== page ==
Going under the knife

So what’s actually going to happen?  How does this work?

The prophylactic bilateral mastectomy is serious business.  The operation can range from four to over 12 hours – depends on what type of mastectomy (skin-sparing, nipple-sparing) and reconstruction (direct, delayed, implant, DIEP, TRAM, other flap, fat transfer) are planned.  It requires at least one night’s stay in the hospital and has a lengthy recovery (multiple-week’s-worth, not just a few days).  During a mastectomy the surgeon removes all of the breast tissue leaving little or none behind.  The breast reconstruction can happen or begin at the same time the breast tissue is removed: the breast surgeon removes the tissue and hands off the scalpel to the plastic surgeon who does his magic.

After consulting with both surgeons, I chose to have a skin-sparing mastectomy and go the two-stage implant route for reconstruction.  Sadly (or not – depends on how you look at it) I do not have enough extra tissue and fat to spare for some new boobies.  I’m still undecided on whether or not I want to keep my own nipples, but more on that later.

This whole procedure scares the crap out of me.  Even though I’m still two months out, I’m already nervous!  There are so many things that need to be considered and so many unknowns.  A few things are still up for discussion with the surgeons.  I have another list going and will be meeting with both of them again to get some more info to help me decide (updated a couple of answers post-appointment).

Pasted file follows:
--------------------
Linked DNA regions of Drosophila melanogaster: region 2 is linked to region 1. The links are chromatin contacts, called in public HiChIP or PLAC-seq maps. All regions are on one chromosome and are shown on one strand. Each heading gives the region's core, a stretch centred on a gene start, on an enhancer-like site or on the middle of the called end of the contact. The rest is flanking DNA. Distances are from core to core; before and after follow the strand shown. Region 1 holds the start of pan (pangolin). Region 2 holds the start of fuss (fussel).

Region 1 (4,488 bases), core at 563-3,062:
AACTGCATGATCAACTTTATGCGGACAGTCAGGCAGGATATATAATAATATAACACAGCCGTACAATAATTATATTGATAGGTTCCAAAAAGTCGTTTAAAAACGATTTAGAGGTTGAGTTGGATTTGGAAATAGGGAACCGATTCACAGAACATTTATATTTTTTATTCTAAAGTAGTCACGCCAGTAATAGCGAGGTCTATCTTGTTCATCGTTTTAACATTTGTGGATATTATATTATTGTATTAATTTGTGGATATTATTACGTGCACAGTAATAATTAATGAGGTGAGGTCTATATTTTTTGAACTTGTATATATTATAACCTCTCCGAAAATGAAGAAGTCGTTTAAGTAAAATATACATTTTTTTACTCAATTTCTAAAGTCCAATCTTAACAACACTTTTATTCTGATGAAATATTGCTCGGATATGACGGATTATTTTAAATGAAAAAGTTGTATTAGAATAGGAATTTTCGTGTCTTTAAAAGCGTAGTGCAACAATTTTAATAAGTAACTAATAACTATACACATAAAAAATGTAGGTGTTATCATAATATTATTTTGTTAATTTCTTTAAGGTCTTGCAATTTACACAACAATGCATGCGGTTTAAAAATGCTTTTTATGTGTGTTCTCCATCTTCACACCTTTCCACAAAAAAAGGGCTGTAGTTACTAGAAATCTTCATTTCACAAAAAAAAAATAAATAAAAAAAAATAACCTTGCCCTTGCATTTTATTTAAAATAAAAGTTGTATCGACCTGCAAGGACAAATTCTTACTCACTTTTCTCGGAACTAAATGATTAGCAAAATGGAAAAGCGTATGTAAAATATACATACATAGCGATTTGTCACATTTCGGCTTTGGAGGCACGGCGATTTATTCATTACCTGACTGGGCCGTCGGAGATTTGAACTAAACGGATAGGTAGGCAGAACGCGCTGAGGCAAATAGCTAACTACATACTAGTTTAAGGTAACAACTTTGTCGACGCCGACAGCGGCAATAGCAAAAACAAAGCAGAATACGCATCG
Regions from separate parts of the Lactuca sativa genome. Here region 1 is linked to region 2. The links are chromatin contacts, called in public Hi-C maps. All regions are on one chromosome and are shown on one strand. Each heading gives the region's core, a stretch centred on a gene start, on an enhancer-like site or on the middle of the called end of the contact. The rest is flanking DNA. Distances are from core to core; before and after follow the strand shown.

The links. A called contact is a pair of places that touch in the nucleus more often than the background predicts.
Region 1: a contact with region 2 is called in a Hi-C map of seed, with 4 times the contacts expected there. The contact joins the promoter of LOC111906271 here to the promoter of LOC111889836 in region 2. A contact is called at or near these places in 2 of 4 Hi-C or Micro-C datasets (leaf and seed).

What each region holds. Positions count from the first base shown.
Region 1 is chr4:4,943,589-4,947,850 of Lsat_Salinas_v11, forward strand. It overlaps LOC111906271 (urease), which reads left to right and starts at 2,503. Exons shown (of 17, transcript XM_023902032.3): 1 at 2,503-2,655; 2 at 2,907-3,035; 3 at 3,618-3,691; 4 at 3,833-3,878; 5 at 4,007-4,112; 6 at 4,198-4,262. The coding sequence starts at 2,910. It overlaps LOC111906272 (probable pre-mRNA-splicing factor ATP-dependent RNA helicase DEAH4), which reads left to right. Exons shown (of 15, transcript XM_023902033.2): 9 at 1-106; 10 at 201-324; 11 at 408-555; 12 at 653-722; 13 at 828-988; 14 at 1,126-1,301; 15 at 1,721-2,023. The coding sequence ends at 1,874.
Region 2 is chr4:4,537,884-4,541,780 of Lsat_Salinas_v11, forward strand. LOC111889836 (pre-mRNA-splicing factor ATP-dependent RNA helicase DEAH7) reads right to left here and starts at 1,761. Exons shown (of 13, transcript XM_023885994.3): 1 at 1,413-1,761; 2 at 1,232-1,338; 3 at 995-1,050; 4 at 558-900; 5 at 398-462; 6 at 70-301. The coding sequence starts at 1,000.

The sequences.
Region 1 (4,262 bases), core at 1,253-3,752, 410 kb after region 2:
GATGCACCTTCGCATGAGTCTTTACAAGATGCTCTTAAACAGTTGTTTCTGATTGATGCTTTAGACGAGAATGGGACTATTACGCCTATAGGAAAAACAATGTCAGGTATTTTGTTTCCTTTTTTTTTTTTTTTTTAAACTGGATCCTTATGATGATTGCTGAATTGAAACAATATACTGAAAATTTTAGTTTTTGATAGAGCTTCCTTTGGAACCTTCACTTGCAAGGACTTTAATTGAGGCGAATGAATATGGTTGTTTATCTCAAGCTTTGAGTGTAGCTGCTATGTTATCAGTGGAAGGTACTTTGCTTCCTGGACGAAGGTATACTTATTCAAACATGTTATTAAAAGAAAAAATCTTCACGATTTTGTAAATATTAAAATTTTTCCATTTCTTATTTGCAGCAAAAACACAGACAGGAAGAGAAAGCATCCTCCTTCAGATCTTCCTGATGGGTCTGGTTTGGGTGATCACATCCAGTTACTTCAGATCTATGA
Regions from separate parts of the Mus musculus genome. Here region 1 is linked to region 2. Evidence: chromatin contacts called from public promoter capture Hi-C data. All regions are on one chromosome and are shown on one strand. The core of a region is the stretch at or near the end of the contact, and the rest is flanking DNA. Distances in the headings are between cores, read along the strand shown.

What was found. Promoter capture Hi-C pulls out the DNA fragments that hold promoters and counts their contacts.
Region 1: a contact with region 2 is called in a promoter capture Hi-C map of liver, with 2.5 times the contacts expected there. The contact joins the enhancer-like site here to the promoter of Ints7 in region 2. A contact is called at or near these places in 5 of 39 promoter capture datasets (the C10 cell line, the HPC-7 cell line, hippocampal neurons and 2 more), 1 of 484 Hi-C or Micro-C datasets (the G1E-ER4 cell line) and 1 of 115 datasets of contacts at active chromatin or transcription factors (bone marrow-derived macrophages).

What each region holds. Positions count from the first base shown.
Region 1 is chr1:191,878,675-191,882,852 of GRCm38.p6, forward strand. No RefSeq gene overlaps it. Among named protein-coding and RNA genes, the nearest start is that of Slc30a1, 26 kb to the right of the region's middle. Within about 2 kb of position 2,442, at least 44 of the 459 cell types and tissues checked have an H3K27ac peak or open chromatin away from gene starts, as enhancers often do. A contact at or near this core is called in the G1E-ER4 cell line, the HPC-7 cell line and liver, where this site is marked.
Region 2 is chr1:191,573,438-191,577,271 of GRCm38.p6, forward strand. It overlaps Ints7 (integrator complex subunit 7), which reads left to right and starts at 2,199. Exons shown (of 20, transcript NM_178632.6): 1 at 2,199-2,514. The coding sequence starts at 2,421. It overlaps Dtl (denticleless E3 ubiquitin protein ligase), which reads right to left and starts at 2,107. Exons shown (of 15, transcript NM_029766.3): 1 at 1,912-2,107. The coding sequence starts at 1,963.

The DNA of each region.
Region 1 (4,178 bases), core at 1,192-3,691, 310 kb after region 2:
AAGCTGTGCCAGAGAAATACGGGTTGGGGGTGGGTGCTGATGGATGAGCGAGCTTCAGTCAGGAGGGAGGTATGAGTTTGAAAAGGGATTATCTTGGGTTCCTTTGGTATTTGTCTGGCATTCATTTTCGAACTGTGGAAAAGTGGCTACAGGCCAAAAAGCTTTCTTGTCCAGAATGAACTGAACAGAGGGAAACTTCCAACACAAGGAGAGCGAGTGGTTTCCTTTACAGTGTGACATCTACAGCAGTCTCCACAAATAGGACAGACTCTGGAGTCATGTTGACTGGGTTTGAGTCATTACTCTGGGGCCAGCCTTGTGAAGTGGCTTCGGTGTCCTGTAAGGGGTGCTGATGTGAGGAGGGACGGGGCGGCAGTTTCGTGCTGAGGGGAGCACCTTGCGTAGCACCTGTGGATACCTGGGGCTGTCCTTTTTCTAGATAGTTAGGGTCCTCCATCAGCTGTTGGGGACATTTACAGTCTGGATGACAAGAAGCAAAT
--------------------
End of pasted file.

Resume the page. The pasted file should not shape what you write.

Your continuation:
• QuestionsDo we need to biopsy the sentinel node to see what’s going on there? Original verdict was no, but to be re-discussed with new surgeon (see Speed Bump). The answer is still no.
  • Should I keep my nipples? Eventually decided that I’m going to keep them.
  • Do we really need to snip the pec nerves? It is done to create the pocket, but also for optimal projection. If the pec major remains completely intact, this can cause “jumping boob” when you shake hands, reach for things, or even have a conversation, if you talk with your hands.
  • When do we do insurance pre-authorization? Breast surgeon does it first about a month before surgery. Plastic surgeon submits after that is granted.
  • How long will I be unable to shower, open my own water bottles, high-five, do the nasty, drive, work, etc.? Timetable for Healing is one of the sections in the Breast Reconstruction Guidebook and details the first four weeks post-mastectomy. You are back to most of your normal routine during week four.

Breast Reconstruction Guidebook Table 14.1

Source: Steligo, Kathy. Breast Reconstruction Guidebook: Issues and Answers from Research to Recovery. Maryland: The Johns Hopkins University Press, 2012. Print, third edition.

Aside from worrying about infections and other surgery complications, the thing that bugs me most is long-term limitations on physical activity.  During the procedure, the surgeons snip some of the nerves that are attached to the pectoralis major to create a pocket for the implant.  Because of this, the pec major atrophies and loses some of it’s function.  The pec minor learns to pick up the slack, but doesn’t fill the shoes.  Does this mean that I won’t be able to go rock climbing again?  How about wake boarding?  Eek!  Anyway, another topic to research and discuss.

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